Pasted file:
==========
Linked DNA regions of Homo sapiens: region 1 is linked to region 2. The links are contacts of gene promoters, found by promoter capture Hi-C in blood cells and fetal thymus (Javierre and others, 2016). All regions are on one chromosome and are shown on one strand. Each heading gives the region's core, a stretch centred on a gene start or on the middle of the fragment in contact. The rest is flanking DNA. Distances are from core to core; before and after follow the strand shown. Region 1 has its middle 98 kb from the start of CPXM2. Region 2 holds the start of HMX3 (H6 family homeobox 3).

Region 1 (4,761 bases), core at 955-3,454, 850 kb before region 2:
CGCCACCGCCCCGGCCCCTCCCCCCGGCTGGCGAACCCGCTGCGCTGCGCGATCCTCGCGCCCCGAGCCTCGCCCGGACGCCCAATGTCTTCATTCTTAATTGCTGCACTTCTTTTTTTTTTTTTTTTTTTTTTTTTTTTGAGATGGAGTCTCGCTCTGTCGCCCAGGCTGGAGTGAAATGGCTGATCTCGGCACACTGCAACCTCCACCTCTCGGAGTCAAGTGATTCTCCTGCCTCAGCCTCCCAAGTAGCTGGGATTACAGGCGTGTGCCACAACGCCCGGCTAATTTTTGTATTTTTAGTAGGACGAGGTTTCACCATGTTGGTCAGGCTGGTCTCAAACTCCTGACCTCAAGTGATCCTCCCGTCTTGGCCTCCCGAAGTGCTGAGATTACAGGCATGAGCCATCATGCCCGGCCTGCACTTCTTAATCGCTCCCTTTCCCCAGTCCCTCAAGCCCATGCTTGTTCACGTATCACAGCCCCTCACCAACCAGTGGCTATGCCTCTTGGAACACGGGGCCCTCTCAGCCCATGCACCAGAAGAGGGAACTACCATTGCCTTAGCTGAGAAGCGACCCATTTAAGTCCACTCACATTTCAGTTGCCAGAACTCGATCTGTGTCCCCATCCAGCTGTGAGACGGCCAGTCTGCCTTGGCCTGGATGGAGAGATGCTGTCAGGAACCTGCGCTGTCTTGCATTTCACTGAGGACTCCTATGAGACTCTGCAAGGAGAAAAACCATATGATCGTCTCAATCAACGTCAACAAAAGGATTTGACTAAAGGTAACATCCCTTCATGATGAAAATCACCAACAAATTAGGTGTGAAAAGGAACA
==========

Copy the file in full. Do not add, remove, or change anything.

Linked DNA regions of Homo sapiens: region 1 is linked to region 2. The links are contacts of gene promoters, found by promoter capture Hi-C in blood cells and fetal thymus (Javierre and others, 2016). All regions are on one chromosome and are shown on one strand. Each heading gives the region's core, a stretch centred on a gene start or on the middle of the fragment in contact. The rest is flanking DNA. Distances are from core to core; before and after follow the strand shown. Region 1 has its middle 98 kb from the start of CPXM2. Region 2 holds the start of HMX3 (H6 family homeobox 3).

Region 1 (4,761 bases), core at 955-3,454, 850 kb before region 2:
CGCCACCGCCCCGGCCCCTCCCCCCGGCTGGCGAACCCGCTGCGCTGCGCGATCCTCGCGCCCCGAGCCTCGCCCGGACGCCCAATGTCTTCATTCTTAATTGCTGCACTTCTTTTTTTTTTTTTTTTTTTTTTTTTTTTGAGATGGAGTCTCGCTCTGTCGCCCAGGCTGGAGTGAAATGGCTGATCTCGGCACACTGCAACCTCCACCTCTCGGAGTCAAGTGATTCTCCTGCCTCAGCCTCCCAAGTAGCTGGGATTACAGGCGTGTGCCACAACGCCCGGCTAATTTTTGTATTTTTAGTAGGACGAGGTTTCACCATGTTGGTCAGGCTGGTCTCAAACTCCTGACCTCAAGTGATCCTCCCGTCTTGGCCTCCCGAAGTGCTGAGATTACAGGCATGAGCCATCATGCCCGGCCTGCACTTCTTAATCGCTCCCTTTCCCCAGTCCCTCAAGCCCATGCTTGTTCACGTATCACAGCCCCTCACCAACCAGTGGCTATGCCTCTTGGAACACGGGGCCCTCTCAGCCCATGCACCAGAAGAGGGAACTACCATTGCCTTAGCTGAGAAGCGACCCATTTAAGTCCACTCACATTTCAGTTGCCAGAACTCGATCTGTGTCCCCATCCAGCTGTGAGACGGCCAGTCTGCCTTGGCCTGGATGGAGAGATGCTGTCAGGAACCTGCGCTGTCTTGCATTTCACTGAGGACTCCTATGAGACTCTGCAAGGAGAAAAACCATATGATCGTCTCAATCAACGTCAACAAAAGGATTTGACTAAAGGTAACATCCCTTCATGATGAAAATCACCAACAAATTAGGTGTGAAAAGGAACA